When used in this manner, if a partial with the specified :key cannot be located it will use the partial defined in the fallback instead. In the example above this would resolve to public_activity/_default.html.(|erb|haml|slim|something_else).

If a view file does not exist then ActionView::MisingTemplate will be raised. If you wish to fallback to the old behaviour and use an i18n based translation in this situation you can specify a :fallback parameter of text to fallback to this mechanism like such:

<%= render_activity(@activity, fallback: :text) %>

i18n

Translations are used by the #text method, to which you can pass additional options in form of a hash. #render method uses translations when view templates have not been provided. You can render pure i18n strings by passing {display: :i18n} to #render_activity or #render.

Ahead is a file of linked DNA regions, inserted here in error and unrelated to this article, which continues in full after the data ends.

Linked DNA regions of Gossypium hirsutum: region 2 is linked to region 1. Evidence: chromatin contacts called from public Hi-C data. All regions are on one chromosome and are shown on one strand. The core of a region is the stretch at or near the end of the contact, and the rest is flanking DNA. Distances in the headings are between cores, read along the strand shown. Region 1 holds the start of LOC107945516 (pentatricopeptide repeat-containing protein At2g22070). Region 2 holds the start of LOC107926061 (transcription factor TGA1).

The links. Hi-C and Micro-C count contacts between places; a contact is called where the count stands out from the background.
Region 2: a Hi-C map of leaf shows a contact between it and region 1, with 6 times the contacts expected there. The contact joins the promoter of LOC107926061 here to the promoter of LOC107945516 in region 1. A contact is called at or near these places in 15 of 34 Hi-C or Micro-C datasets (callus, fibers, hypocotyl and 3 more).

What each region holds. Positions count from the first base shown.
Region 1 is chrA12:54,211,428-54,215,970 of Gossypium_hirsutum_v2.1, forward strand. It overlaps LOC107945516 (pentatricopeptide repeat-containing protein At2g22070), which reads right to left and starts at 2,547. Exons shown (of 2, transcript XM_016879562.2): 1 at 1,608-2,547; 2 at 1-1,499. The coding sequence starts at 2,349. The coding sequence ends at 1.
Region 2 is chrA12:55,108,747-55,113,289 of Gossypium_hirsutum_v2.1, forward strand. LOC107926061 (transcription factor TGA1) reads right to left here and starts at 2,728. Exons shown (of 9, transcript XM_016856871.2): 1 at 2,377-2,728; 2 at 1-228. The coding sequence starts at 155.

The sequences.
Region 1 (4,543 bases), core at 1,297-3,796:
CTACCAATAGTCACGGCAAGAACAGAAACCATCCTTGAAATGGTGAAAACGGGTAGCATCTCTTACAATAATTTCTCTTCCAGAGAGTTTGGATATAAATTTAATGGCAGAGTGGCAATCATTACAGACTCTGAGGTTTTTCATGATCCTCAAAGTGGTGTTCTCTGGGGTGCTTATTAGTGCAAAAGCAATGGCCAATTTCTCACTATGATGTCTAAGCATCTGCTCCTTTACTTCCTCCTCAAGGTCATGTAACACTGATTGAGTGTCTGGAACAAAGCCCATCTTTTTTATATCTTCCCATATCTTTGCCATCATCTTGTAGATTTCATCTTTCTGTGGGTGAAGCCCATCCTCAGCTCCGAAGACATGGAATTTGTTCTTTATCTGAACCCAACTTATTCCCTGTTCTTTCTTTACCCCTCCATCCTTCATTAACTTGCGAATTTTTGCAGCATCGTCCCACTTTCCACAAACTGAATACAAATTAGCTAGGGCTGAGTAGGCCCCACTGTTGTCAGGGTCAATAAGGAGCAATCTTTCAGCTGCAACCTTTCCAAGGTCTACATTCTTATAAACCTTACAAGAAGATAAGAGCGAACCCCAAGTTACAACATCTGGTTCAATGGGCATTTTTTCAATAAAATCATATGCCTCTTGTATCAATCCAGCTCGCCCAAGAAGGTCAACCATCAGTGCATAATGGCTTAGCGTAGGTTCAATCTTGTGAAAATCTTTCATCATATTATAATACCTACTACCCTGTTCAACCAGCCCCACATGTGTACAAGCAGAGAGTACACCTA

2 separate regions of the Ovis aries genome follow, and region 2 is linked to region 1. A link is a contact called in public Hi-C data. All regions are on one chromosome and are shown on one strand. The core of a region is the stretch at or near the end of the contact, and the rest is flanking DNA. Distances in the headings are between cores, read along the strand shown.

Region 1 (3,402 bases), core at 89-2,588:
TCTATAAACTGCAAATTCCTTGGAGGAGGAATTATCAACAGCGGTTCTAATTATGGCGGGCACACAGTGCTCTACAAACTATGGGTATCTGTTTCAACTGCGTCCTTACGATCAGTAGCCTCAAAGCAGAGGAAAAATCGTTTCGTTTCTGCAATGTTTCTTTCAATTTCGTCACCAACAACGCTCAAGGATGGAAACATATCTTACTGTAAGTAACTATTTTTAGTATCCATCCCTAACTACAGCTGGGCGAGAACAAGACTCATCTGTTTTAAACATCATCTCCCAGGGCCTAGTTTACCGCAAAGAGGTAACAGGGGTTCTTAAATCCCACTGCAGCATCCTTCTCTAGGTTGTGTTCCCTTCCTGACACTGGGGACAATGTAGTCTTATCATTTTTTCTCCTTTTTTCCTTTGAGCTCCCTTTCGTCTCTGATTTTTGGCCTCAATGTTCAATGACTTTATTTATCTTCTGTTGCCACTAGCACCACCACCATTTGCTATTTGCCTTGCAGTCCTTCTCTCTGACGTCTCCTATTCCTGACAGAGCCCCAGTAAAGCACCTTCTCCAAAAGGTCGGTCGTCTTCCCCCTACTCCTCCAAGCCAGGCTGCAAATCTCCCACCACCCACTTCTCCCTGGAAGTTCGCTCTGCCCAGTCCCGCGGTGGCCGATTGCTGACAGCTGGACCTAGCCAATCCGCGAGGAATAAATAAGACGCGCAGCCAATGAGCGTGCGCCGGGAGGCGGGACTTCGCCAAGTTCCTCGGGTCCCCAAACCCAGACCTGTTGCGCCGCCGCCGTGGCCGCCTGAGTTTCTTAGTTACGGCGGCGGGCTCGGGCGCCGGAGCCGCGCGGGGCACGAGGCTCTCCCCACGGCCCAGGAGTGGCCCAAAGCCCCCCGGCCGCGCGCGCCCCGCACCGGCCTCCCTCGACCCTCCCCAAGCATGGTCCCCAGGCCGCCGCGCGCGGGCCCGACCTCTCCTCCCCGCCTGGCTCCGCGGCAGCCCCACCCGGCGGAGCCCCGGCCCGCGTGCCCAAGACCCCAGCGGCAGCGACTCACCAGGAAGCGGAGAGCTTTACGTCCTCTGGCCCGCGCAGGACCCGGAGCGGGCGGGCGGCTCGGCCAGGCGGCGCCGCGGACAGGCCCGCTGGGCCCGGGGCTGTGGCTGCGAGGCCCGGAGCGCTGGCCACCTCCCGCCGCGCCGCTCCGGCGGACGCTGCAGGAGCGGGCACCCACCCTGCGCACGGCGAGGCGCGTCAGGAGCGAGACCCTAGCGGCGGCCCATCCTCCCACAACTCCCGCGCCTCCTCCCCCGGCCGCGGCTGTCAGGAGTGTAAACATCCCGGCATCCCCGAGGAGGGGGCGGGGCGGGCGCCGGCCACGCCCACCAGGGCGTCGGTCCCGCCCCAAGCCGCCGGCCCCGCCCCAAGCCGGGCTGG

Translations should be put in your locale .yml files. To render pure strings from I18n Example structure:

activity:
  article:
    create: 'Article has been created'
    update: 'Someone has edited the article'
    destroy: 'Some user removed an article!'

This structure is valid for activities with keys "activity.article.create" or "article.create". As mentioned before, "activity." part of the key is optional.

Testing

For RSpec you can first disable public_activity and add require helper methods in the rails_helper.rb with:

#rails_helper.rb
require 'public_activity/testing'

PublicActivity.enabled = false

In your specs you can then blockwise decide whether to turn public_activity on or off.

# file_spec.rb
PublicActivity.with_tracking do
  # your test code goes here
end

PublicActivity.without_tracking do